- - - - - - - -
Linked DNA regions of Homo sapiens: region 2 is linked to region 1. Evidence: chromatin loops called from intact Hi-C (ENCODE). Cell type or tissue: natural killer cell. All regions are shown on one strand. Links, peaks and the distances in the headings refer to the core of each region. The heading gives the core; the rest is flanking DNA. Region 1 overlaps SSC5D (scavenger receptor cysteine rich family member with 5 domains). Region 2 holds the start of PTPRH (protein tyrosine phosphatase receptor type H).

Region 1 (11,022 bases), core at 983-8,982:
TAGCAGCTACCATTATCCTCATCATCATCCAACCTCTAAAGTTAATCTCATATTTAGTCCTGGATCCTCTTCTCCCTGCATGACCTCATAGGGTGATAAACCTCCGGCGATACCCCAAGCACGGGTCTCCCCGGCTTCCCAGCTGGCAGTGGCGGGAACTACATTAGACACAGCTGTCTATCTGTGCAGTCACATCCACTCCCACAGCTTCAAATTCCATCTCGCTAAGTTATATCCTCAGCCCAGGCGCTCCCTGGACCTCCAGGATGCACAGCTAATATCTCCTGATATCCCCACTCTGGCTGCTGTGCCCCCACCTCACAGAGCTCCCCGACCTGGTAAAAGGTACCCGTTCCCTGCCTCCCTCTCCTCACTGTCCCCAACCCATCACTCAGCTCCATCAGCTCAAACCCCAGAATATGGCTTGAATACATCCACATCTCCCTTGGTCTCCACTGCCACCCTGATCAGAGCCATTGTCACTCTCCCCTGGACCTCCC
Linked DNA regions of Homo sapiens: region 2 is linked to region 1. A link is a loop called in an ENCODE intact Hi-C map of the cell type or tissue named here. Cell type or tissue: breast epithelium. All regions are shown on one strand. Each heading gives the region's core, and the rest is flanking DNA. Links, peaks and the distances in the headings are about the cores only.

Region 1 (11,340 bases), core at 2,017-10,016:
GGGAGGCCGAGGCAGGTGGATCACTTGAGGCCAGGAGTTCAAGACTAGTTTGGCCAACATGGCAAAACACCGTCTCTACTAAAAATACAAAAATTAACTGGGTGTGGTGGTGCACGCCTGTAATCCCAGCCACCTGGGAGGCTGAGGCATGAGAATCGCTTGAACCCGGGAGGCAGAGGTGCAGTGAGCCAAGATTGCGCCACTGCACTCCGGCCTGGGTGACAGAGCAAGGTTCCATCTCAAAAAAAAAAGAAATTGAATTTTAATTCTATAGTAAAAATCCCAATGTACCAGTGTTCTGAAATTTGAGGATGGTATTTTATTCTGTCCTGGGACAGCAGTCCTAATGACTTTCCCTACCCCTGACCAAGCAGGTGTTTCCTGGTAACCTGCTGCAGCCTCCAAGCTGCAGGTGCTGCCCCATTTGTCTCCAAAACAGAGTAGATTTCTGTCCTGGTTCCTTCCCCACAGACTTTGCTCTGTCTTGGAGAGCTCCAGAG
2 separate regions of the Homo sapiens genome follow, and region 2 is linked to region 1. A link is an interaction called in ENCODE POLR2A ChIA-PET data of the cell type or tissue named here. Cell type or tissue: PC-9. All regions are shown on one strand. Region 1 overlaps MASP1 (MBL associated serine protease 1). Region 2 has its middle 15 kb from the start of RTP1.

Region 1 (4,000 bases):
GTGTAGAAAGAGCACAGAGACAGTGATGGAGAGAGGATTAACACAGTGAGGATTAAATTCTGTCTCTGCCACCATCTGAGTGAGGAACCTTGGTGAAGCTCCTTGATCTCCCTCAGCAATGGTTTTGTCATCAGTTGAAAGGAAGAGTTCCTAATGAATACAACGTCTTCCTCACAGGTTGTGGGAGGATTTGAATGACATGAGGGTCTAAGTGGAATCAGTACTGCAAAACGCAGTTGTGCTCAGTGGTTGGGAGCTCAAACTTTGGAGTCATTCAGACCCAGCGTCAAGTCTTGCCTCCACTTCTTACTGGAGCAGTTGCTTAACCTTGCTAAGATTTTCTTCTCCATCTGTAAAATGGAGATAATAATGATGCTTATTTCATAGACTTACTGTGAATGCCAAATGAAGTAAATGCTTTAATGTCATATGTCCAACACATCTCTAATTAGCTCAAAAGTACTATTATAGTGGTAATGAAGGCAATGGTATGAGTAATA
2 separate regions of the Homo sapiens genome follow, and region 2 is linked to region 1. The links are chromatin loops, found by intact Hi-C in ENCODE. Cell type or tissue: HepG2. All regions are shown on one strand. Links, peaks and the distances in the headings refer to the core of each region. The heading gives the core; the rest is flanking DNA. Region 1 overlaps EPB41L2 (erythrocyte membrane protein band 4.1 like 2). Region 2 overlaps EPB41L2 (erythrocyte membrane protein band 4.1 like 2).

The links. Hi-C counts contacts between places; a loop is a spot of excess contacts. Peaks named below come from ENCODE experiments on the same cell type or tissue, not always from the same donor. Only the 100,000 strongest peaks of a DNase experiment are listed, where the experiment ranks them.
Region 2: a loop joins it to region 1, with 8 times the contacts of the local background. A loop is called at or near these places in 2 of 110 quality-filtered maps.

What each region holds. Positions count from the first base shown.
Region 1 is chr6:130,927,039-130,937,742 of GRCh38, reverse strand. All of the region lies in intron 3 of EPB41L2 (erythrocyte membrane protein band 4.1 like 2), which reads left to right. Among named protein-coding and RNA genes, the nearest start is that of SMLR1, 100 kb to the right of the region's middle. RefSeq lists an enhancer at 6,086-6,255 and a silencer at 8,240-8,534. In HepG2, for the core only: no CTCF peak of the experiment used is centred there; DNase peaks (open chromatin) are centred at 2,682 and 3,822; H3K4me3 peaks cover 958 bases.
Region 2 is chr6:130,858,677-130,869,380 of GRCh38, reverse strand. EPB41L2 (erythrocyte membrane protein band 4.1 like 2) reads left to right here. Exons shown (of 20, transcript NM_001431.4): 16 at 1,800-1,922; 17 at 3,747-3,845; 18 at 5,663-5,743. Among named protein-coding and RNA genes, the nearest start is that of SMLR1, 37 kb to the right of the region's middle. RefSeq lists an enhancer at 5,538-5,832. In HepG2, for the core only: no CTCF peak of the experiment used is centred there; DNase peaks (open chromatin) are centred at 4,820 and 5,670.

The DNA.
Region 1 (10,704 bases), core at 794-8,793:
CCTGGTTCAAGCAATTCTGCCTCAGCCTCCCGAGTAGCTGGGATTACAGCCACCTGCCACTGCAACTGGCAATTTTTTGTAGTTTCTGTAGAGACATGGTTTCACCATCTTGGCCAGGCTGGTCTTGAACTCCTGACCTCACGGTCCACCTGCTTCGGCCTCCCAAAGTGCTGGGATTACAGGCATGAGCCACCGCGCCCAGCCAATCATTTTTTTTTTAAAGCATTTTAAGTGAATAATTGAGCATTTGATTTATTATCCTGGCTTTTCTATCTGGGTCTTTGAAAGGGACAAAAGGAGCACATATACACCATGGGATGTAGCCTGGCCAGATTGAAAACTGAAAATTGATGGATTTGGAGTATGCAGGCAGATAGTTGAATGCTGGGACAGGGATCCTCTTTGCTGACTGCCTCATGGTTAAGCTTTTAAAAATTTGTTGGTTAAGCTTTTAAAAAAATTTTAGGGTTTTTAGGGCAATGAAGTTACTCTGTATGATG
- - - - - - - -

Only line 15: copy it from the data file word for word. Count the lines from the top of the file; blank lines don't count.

Region 2 is chr6:130,858,677-130,869,380 of GRCh38, reverse strand. EPB41L2 (erythrocyte membrane protein band 4.1 like 2) reads left to right here. Exons shown (of 20, transcript NM_001431.4): 16 at 1,800-1,922; 17 at 3,747-3,845; 18 at 5,663-5,743. Among named protein-coding and RNA genes, the nearest start is that of SMLR1, 37 kb to the right of the region's middle. RefSeq lists an enhancer at 5,538-5,832. In HepG2, for the core only: no CTCF peak of the experiment used is centred there; DNase peaks (open chromatin) are centred at 4,820 and 5,670.